ON MAY 28 an 8·5 km extension of the Amsterdam tram network was inaugurated by Transport Minister Karla Peijs. Known as IJtram, the line provides a connection between Amsterdam Centraal station and a new housing estate taking shape on the east side of the city.
Being built on six artificial islands in the IJmeer, IJburg is one of the so called Vinex housing and urban development zones being developed under an agreement between the national ministries of Transport and Urban Planning & Environment and the local and regional authorities. This agreement requires the provision of good quality public transport services to the new housing areas from the outset to stimulate the use of public transport and to discourage car use wherever possible.
For most of its 8·5 km length, IJtram runs on a fully-segregated alignment, suitable for operation at up to 70 km/h. There are nine stops, including the two termini. Mid-way along the route is a 1·8 km tunnel under the former docks of the Amsterdam port, now redeveloped. This means that the trams must be equipped with onboard safety systems to operate through the tunnel. Total cost of construction for the line is put at €174m, excluding the tunnel. Of this, 95% has come from the transport ministry.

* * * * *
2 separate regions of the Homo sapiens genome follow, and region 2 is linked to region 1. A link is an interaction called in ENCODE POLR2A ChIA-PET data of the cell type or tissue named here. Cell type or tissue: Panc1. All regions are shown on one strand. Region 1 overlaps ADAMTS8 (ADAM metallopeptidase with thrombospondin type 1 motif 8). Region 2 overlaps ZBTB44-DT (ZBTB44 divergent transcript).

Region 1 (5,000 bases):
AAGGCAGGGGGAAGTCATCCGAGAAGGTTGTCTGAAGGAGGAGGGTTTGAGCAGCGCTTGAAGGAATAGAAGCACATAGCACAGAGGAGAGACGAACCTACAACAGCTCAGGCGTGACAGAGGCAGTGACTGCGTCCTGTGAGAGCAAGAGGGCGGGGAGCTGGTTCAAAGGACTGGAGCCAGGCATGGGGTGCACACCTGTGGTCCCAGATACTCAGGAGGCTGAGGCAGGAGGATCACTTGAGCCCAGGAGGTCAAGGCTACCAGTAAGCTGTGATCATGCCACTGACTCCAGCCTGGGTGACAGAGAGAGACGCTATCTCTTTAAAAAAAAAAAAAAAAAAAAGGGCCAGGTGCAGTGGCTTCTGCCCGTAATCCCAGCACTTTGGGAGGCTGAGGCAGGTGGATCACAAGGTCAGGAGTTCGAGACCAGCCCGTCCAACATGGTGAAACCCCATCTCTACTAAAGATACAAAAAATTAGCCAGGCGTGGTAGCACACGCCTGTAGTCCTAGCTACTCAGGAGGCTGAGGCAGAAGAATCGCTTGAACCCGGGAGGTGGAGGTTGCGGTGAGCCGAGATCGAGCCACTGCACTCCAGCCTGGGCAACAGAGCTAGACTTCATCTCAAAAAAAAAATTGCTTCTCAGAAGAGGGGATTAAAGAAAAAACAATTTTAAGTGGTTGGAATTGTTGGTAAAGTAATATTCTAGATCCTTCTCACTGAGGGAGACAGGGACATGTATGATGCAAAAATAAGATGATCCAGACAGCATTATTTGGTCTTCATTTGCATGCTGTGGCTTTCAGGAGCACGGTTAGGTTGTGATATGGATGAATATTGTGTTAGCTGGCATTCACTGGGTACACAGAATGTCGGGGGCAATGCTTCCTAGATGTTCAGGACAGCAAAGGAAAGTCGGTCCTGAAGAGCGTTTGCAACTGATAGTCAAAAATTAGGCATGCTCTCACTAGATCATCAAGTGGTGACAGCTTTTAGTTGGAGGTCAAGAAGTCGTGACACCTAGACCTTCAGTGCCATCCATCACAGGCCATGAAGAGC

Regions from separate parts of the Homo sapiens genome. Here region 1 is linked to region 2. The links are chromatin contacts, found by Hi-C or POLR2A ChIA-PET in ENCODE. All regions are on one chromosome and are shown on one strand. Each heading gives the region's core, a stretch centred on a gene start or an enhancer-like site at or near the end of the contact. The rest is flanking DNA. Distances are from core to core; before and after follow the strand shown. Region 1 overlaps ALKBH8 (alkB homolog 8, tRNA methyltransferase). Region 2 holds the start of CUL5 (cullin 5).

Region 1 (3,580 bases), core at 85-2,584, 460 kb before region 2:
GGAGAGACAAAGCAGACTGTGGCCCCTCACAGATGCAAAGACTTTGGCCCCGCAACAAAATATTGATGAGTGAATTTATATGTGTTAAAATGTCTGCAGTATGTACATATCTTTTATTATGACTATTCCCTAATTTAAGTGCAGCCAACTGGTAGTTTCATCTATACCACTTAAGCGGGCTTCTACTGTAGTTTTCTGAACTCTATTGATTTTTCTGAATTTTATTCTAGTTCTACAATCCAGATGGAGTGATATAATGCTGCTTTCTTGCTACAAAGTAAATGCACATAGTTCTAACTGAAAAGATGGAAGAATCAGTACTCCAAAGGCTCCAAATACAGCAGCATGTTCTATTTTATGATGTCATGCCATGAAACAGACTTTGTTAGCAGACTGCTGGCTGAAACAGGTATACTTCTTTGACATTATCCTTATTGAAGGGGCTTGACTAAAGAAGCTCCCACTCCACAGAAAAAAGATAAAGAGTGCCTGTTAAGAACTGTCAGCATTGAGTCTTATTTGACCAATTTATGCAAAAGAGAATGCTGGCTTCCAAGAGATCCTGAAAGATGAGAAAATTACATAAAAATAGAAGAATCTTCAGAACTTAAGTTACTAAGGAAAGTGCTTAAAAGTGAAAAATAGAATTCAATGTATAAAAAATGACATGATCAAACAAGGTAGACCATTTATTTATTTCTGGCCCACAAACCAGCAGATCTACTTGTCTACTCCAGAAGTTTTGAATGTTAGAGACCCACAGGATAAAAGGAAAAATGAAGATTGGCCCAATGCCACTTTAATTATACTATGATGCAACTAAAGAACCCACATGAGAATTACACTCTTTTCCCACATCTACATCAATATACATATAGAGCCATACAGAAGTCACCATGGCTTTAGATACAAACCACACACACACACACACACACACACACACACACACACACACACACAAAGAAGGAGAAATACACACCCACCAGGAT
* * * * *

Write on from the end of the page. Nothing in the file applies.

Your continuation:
Opening of the line was originally scheduled for 2002, but was postponed because of a delay in the housing construction programme; it was feared that operating losses would be too high due to the lack of inhabitants at that time. If the housing project is fully completed as planned, the tram line is expected to carry around 50000 passengers per day from 2015.
CAPTION: LEFT: Inaugural Combino 2134 is seen at the IJbuirg terminus, where a new housing zone is taking shape
RIGHT: A GVBCombino calls at Rietlandpark on June 3, close to the entrance of the 1·8 km Piet Hein tunnel Photos: Quintus Vosman